'I believe that without the Rising, Ireland would still be occupied''
Mary MacBride Walsh is fiercely proud of her family's role in the events of 1916
In 1916, Irish people had come to dread the knock on the door. So often it heralded unwelcome news - a loved one killed either here or on the battlefields of Europe, or shipped off to prison somewhere far from home.
For Honoria Gill MacBride, the knock on the door at her home in Westport came not from an officer or a gentleman, but an 11-year-old boy. Having seen the morning headlines, a local newsagent had dispatched young Tommy Hevey to break the devastating news that Honoria's youngest son, Major John MacBride, had been executed by firing squad.
John, the estranged husband of Maud Gonne, had been second in command to Thomas MacDonagh in Jacob's biscuit factory during the Easter Rising. As he was led out to the stonebreaker's yard in Kilmainham Jail on May 5 1916, he refused to wear the blindfold offered him. Having fought the British in the Boer War years earlier, he said, "I've looked down the muzzles of their guns before."
But Honoria's troubles weren't over yet. Days later, another son, Joseph MacBride, and his first cousin Joseph Gill, were among a group of Mayo men arrested and interned in England and Wales.
One of the last prisoners to be released, Joseph didn't arrive home until Christmas Day that year. He went on to become the first elected Sinn Fein MP for Mayo West two years later, while his nephew, Seán Mac Bride, only son of John and Maud Gonne, would go on to become a distinguished statesman, Assistant Secretary General of the United Nations, founder of Amnesty International, and winner of the Nobel and Lenin Peace Prizes for his human rights achievements.
"He received 10 honorary doctorates throughout the world, but none from Ireland," says Mary MacBride Walsh, granddaughter of Joseph.
She and Seán were closely related, because not only were his father and her grandfather brothers, his mother and her grandmother were also half-sisters.
"When Colonel Thomas Gonne's wife Edith died at the age of 28, Thomas had an affair with the governess Margaret Wilson, which resulted in the birth of Maud's half-sister, Eileen," she explains. "Joseph MacBride married Eileen, and his brother John married Maud, so two brothers married two half-sisters."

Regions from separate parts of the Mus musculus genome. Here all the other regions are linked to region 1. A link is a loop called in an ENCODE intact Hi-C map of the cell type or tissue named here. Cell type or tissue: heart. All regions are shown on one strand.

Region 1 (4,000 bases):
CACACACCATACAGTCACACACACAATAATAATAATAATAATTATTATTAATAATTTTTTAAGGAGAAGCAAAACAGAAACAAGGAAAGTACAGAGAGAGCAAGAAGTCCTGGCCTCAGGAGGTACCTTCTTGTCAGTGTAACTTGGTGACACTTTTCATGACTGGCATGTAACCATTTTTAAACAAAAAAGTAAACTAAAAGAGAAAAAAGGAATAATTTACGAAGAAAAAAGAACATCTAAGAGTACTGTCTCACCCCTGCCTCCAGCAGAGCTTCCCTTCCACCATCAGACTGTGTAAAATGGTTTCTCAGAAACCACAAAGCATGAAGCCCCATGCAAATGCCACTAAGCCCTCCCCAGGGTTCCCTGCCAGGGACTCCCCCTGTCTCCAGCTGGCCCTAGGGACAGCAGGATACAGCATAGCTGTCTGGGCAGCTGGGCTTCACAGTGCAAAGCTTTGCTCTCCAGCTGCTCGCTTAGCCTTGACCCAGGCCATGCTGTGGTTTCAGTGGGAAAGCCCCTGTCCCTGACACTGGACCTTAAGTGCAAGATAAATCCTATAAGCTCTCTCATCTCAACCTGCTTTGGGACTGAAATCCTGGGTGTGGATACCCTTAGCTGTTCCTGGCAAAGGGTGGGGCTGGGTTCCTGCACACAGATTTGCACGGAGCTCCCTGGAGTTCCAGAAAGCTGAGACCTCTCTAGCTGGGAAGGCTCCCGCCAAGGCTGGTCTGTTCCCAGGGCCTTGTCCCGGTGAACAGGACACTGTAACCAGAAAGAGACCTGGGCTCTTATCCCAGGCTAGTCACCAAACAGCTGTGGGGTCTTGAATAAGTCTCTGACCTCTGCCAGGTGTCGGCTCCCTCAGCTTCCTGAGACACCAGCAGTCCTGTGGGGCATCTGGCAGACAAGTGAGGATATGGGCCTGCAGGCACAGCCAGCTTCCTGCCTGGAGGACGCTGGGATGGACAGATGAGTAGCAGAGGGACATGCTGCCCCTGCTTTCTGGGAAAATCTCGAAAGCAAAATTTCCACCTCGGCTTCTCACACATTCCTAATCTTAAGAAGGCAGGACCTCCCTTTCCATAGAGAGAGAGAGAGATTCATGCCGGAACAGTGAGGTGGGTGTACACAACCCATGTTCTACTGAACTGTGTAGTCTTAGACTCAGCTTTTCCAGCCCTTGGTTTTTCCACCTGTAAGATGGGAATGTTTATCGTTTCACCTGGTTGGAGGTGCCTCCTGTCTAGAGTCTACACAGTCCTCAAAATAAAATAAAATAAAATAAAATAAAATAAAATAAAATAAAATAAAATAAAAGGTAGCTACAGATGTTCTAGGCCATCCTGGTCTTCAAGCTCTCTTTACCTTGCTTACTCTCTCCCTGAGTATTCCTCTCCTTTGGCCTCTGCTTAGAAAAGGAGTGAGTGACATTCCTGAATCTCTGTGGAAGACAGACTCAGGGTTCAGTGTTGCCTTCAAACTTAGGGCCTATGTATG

John and Maud split acrimoniously a year after their son was born; Maud raised him for his first 12 years in Paris, and John returned to Ireland, never to see him again.
"However, my grandparents spoke fondly of John's visits home, when he'd bring sweets and regale them with stories of the Boer War," says Mary. "He was godfather to his niece Sheila Durcan, mother of the poet Paul Durcan."
Seán never took sides in his parents' separation and, to the delight of the MacBride family, once he was of age, he sought them out and visited often. For years, he and Mary made an annual pilgrimage to Arbour Hill Prison to pay their respects to his father and the other executed Rising leaders in their final resting place. She also spent time in Seán's Dublin home, entertaining a global A-list of his close friends.
"You never knew who'd be sitting next to you at his dinner table - Bishop Desmond Tutu, Kader Asmal, Anthony Cronin, Bono, Mary Robinson, Mary McAleese… Seán was an extraordinary man, highly intelligent, a dedicated human rights activist, and a very caring man with a great sense of humour."
With her experience of entertaining world dignitaries, Mary was the perfect choice to host President Michael D Higgins and his wife Sabina at a 1916 commemoration day in Westport earlier this month. Over 1,500 people gathered in the town on May 8 last to remember their local heroes. The sun shone right on cue as the ceremonies began with the unveiling of a plaque at the John MacBride monument to 31 Westport men interned in 1916.
In his speech, President Higgins noted, "The people of Mayo were never slow to stir and we're here today to celebrate that sense of coming together in public to defend what is principled."
Stirred herself by the emotion of the day, Mary read the Proclamation in a moving tribute that brought the words of Padraig Pearse to life for a new generation.
"It was a joy and a privilege to read the Proclamation on such a special day," she says. "It was one of those moments that makes you stop and think about those noble and courageous heroes who gave their lives for Ireland.
"I could almost hear their voices as I began to read, 'Irish men and Irish women: In the name of God and the dead generations…' It's a tremendous document. I love every line of it."
The event in Westport was more intimate but no less rousing than the national commemoration in Dublin on Easter Sunday this year, which Mary attended with her husband, five children and extended family.
"Relatives who'd come from Chicago and Nebraska were blown away by the ceremonies," she says.
"To be in Dublin on Easter Sunday, witnessing the dignity and discipline of the defence forces, listening to the Parting Glass as the tricolour flew in the wind, to hear the Proclamation being read out from the GPO and see the flyover from the air corps. It was a spine-tingling, unforgettable, once-in-a-lifetime experience.
"For me, there's no doubt that without the Easter Rising, Ireland would still be occupied. I'm proud to be related to Major John MacBride, who gave his life to break the stranglehold Britain had on the country for the previous 700 years, and I think everyone should be equally proud of him and all his comrades."
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